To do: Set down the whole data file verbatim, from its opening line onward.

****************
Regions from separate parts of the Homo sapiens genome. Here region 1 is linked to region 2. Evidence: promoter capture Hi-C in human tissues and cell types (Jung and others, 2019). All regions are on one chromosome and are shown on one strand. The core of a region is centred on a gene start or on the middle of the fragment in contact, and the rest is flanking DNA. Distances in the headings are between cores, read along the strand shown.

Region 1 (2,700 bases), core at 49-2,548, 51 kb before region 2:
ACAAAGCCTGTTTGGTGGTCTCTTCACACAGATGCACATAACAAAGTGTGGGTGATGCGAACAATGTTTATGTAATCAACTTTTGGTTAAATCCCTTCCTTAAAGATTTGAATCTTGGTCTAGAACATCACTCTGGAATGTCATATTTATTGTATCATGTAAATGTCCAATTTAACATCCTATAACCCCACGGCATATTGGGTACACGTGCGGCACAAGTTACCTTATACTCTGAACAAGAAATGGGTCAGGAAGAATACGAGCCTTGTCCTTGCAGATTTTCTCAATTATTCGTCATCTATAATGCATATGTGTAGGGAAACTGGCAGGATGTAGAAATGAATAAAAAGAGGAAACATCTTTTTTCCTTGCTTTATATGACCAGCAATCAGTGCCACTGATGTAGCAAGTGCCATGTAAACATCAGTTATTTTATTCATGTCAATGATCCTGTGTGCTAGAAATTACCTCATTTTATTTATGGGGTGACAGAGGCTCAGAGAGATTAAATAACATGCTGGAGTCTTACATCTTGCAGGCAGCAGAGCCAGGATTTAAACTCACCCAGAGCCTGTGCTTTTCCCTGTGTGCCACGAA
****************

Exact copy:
Regions from separate parts of the Homo sapiens genome. Here region 1 is linked to region 2. Evidence: promoter capture Hi-C in human tissues and cell types (Jung and others, 2019). All regions are on one chromosome and are shown on one strand. The core of a region is centred on a gene start or on the middle of the fragment in contact, and the rest is flanking DNA. Distances in the headings are between cores, read along the strand shown.

Region 1 (2,700 bases), core at 49-2,548, 51 kb before region 2:
ACAAAGCCTGTTTGGTGGTCTCTTCACACAGATGCACATAACAAAGTGTGGGTGATGCGAACAATGTTTATGTAATCAACTTTTGGTTAAATCCCTTCCTTAAAGATTTGAATCTTGGTCTAGAACATCACTCTGGAATGTCATATTTATTGTATCATGTAAATGTCCAATTTAACATCCTATAACCCCACGGCATATTGGGTACACGTGCGGCACAAGTTACCTTATACTCTGAACAAGAAATGGGTCAGGAAGAATACGAGCCTTGTCCTTGCAGATTTTCTCAATTATTCGTCATCTATAATGCATATGTGTAGGGAAACTGGCAGGATGTAGAAATGAATAAAAAGAGGAAACATCTTTTTTCCTTGCTTTATATGACCAGCAATCAGTGCCACTGATGTAGCAAGTGCCATGTAAACATCAGTTATTTTATTCATGTCAATGATCCTGTGTGCTAGAAATTACCTCATTTTATTTATGGGGTGACAGAGGCTCAGAGAGATTAAATAACATGCTGGAGTCTTACATCTTGCAGGCAGCAGAGCCAGGATTTAAACTCACCCAGAGCCTGTGCTTTTCCCTGTGTGCCACGAA